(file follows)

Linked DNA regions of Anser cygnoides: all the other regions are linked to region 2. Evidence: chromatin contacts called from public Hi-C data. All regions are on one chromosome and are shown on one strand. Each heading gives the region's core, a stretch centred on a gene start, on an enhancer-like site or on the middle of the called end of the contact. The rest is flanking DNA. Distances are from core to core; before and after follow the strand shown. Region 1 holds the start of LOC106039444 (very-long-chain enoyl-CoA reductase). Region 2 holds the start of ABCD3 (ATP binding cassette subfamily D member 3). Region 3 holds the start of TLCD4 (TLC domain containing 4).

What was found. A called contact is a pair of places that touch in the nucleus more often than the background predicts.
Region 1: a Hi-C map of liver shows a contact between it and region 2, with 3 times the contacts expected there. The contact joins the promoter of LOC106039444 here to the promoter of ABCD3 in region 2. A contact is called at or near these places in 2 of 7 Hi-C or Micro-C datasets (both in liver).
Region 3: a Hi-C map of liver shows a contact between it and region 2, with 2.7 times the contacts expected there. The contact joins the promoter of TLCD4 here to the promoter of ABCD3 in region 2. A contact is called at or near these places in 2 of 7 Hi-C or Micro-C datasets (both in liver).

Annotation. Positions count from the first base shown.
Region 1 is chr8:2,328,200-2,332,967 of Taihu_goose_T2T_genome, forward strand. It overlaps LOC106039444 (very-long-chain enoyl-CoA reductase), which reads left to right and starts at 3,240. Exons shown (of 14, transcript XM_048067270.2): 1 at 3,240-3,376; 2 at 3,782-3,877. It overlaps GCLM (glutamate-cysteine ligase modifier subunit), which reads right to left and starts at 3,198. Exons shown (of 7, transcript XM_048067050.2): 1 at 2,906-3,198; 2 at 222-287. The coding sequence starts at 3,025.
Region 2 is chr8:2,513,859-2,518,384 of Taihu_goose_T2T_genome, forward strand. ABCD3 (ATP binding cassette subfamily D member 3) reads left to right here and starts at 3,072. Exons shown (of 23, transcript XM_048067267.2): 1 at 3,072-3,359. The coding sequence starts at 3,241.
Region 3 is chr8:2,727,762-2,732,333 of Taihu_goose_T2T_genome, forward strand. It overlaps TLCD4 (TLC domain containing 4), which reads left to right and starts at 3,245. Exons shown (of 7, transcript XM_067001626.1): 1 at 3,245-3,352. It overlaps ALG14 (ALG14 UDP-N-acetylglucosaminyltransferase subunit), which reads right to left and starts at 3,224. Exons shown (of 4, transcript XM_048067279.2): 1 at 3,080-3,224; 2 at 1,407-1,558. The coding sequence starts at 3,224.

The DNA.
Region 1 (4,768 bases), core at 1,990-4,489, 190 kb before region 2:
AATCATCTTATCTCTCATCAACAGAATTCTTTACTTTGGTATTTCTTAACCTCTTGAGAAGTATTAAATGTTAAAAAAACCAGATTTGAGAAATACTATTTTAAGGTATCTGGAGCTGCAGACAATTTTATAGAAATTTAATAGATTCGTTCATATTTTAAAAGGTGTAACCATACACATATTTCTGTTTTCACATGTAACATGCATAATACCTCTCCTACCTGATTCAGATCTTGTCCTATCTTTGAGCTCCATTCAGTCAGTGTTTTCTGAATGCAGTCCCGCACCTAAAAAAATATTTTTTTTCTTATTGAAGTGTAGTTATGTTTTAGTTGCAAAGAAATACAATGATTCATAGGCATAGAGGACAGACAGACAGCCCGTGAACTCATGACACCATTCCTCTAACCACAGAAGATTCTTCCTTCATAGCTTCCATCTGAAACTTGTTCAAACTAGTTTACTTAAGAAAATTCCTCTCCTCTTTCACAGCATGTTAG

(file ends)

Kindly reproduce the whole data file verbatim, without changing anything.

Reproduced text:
Linked DNA regions of Anser cygnoides: all the other regions are linked to region 2. Evidence: chromatin contacts called from public Hi-C data. All regions are on one chromosome and are shown on one strand. Each heading gives the region's core, a stretch centred on a gene start, on an enhancer-like site or on the middle of the called end of the contact. The rest is flanking DNA. Distances are from core to core; before and after follow the strand shown. Region 1 holds the start of LOC106039444 (very-long-chain enoyl-CoA reductase). Region 2 holds the start of ABCD3 (ATP binding cassette subfamily D member 3). Region 3 holds the start of TLCD4 (TLC domain containing 4).

What was found. A called contact is a pair of places that touch in the nucleus more often than the background predicts.
Region 1: a Hi-C map of liver shows a contact between it and region 2, with 3 times the contacts expected there. The contact joins the promoter of LOC106039444 here to the promoter of ABCD3 in region 2. A contact is called at or near these places in 2 of 7 Hi-C or Micro-C datasets (both in liver).
Region 3: a Hi-C map of liver shows a contact between it and region 2, with 2.7 times the contacts expected there. The contact joins the promoter of TLCD4 here to the promoter of ABCD3 in region 2. A contact is called at or near these places in 2 of 7 Hi-C or Micro-C datasets (both in liver).

Annotation. Positions count from the first base shown.
Region 1 is chr8:2,328,200-2,332,967 of Taihu_goose_T2T_genome, forward strand. It overlaps LOC106039444 (very-long-chain enoyl-CoA reductase), which reads left to right and starts at 3,240. Exons shown (of 14, transcript XM_048067270.2): 1 at 3,240-3,376; 2 at 3,782-3,877. It overlaps GCLM (glutamate-cysteine ligase modifier subunit), which reads right to left and starts at 3,198. Exons shown (of 7, transcript XM_048067050.2): 1 at 2,906-3,198; 2 at 222-287. The coding sequence starts at 3,025.
Region 2 is chr8:2,513,859-2,518,384 of Taihu_goose_T2T_genome, forward strand. ABCD3 (ATP binding cassette subfamily D member 3) reads left to right here and starts at 3,072. Exons shown (of 23, transcript XM_048067267.2): 1 at 3,072-3,359. The coding sequence starts at 3,241.
Region 3 is chr8:2,727,762-2,732,333 of Taihu_goose_T2T_genome, forward strand. It overlaps TLCD4 (TLC domain containing 4), which reads left to right and starts at 3,245. Exons shown (of 7, transcript XM_067001626.1): 1 at 3,245-3,352. It overlaps ALG14 (ALG14 UDP-N-acetylglucosaminyltransferase subunit), which reads right to left and starts at 3,224. Exons shown (of 4, transcript XM_048067279.2): 1 at 3,080-3,224; 2 at 1,407-1,558. The coding sequence starts at 3,224.

The DNA.
Region 1 (4,768 bases), core at 1,990-4,489, 190 kb before region 2:
AATCATCTTATCTCTCATCAACAGAATTCTTTACTTTGGTATTTCTTAACCTCTTGAGAAGTATTAAATGTTAAAAAAACCAGATTTGAGAAATACTATTTTAAGGTATCTGGAGCTGCAGACAATTTTATAGAAATTTAATAGATTCGTTCATATTTTAAAAGGTGTAACCATACACATATTTCTGTTTTCACATGTAACATGCATAATACCTCTCCTACCTGATTCAGATCTTGTCCTATCTTTGAGCTCCATTCAGTCAGTGTTTTCTGAATGCAGTCCCGCACCTAAAAAAATATTTTTTTTCTTATTGAAGTGTAGTTATGTTTTAGTTGCAAAGAAATACAATGATTCATAGGCATAGAGGACAGACAGACAGCCCGTGAACTCATGACACCATTCCTCTAACCACAGAAGATTCTTCCTTCATAGCTTCCATCTGAAACTTGTTCAAACTAGTTTACTTAAGAAAATTCCTCTCCTCTTTCACAGCATGTTAG